The northern beaches property market switched from a seller’s market to a buyer’s market this year, but even though house prices softened, many first buyers couldn’t take advantage of the opportunities because of borrowing limitations.
This was the year of transition as the five-year property boom ended, investors stayed away and banking institutions tightened up how much they were prepared to lend.
It has been a year of extremes too, with the northern beaches’ most expensive house selling for $18 million in Palm Beach. This contrasted with the most affordable house selling for $843,000 in North Narrabeen.
Property buyer Peter Kelaher, of PK Property, said 2018 was a two-speed market with mixed results.
“The luxury end has held up, the downsizer market is as strong as I’ve seen it, but investments and units were down ten per cent,” he said.
Some suburbs probably saw house price drop 5-10 per cent, he added.
The top sale of the year was in April with new home 40 Ocean Rd, Palm Beach trading.
Down the road, at 98 Rickard Rd, North Narrabeen, an old three-bedroom cottage sold under the hammer last month to a local tradie for $843,000. It was billed as the most affordable house on the beaches and managed to fulfil that claim.
THE TOP TEN SALES OF THE YEAR
1. 40 Ocean Rd, Palm Beach……………..$18 million
2. 68 Bower St, Manly……………..$16 million
3. 167 Pacific Rd, Palm Beach……………..$15 million
4. 44 Bower St, Manly……………..$14 million
5. 20 Iluka Rd, Palm Beach……………..$12 million
6. 3 Pavilion St, Queenscliff ……..$12 million
7. 1 Monash Cres, Clontarf…………$11.5 million
8. 3 Riverview Rd, Avalon Beach…………….$11.1 million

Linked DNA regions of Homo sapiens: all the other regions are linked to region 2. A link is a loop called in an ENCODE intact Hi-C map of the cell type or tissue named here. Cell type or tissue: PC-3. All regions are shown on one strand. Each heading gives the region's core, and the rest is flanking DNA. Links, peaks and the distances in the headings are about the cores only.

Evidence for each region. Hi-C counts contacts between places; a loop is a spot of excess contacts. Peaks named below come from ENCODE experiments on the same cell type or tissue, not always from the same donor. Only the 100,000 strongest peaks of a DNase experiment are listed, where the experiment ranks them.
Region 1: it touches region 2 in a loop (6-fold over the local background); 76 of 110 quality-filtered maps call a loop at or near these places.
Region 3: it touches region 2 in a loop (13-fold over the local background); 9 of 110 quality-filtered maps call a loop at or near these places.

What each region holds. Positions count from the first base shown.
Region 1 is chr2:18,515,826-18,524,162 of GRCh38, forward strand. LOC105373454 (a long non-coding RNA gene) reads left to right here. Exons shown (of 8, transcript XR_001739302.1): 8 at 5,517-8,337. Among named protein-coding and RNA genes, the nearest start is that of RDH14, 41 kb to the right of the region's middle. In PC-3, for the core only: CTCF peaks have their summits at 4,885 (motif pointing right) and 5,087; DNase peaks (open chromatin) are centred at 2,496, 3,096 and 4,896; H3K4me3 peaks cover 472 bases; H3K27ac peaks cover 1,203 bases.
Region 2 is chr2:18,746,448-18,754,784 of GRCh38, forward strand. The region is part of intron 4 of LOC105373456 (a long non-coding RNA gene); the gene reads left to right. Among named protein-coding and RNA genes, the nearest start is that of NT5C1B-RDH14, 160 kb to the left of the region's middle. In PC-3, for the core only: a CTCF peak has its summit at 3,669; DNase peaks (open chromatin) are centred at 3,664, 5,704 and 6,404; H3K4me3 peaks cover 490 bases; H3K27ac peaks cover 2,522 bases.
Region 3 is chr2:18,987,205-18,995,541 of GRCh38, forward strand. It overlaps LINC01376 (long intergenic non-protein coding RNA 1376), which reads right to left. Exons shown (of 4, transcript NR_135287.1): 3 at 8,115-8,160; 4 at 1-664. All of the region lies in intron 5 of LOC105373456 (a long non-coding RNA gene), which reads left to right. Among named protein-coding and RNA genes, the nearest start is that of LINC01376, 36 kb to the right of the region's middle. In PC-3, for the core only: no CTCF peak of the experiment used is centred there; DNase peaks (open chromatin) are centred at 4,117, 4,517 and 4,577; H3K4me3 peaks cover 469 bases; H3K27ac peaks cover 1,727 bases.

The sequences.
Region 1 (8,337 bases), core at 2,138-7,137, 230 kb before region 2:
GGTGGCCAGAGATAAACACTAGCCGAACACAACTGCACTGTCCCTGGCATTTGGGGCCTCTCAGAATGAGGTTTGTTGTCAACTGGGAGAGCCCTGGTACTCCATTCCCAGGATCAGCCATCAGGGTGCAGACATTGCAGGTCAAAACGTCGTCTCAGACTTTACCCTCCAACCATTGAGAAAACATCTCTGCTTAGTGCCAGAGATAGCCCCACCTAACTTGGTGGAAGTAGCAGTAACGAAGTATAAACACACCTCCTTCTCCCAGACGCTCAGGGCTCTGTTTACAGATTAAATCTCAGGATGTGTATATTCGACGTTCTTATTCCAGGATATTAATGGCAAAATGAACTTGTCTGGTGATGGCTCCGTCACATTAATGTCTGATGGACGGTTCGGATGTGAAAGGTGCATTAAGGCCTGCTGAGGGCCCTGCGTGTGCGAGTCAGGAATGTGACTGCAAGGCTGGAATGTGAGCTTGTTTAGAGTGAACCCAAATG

9. 1a Monash Cres, Clontarf……..$10.56 million
10. 394 Wyong Rd, Duffys Forest.$10.25 million
11. 975 Barrenjoey Rd, Palm Beach…..$10.2 million
But these were exceptional sales. The median house price on the northern beaches dipped from a high of $1.866 million in February to $1.77 million this month. Units prices also drifted down from a median high of $925,000 in January to $890,000 now. So the median house price has dropped $96,000 in 10 months and the median unit price has dropped $35,000 in almost 12 months.
SIGN UP FOR THE LATEST REALESTATE NEWSLETTER
Almost 3000 properties were auctioned on the beaches throughout 2018 and 57.2 per cent of them sold. According to CoreLogic, 2944 homes were auctioned and 2434 of them sold.
Eleven properties on the northern beaches sold for more than $10 million this year, mostly at the two ends of the peninsula, in Palm Beach and in Manly.
And 10 suburbs notched up new suburb records, from Manly to Bilgola Beach. One suburb, Narrabeen, saw its suburb record smashed by $2 million in November to a new high of $7.55 million.
THE NEW SUBURB RECORDS
* ALLAMBIE HEIGHTS: 14 Maroa Cres, in May, $3.03 million
* BILGOLA BEACH: 32 The Serpentine, in January, $8.1 million
* CLONTARF: 1 Monash Cres, in June, $11.5 million
* COLLAROY: 43 Beach Rd, in September, $8.25 million
* DUFFYS FOREST: 394 Wyong Rd, in February, $10.25 million
* MANLY: 68 Bower St, in May, $16 million
* NARRABEEN: 197 Ocean St, in November, $7.55 million
* NORTH BALGOWLAH: 16 Hunter St, in June, $3.815 million
* NORTH MANLY: 62 Riverview Pde, in May, $5 million
* QUEENSCLIFF: 3 Pavilion St, in September, $12 million
While the northern beaches fared better than many Sydney regions with higher auction clearance rates and minimal falls in median prices there were major influences at a low level.
The much-awaited Northern Beaches Hospital opened this year amid hopes of rezonings within Frenchs Forest lifting property prices.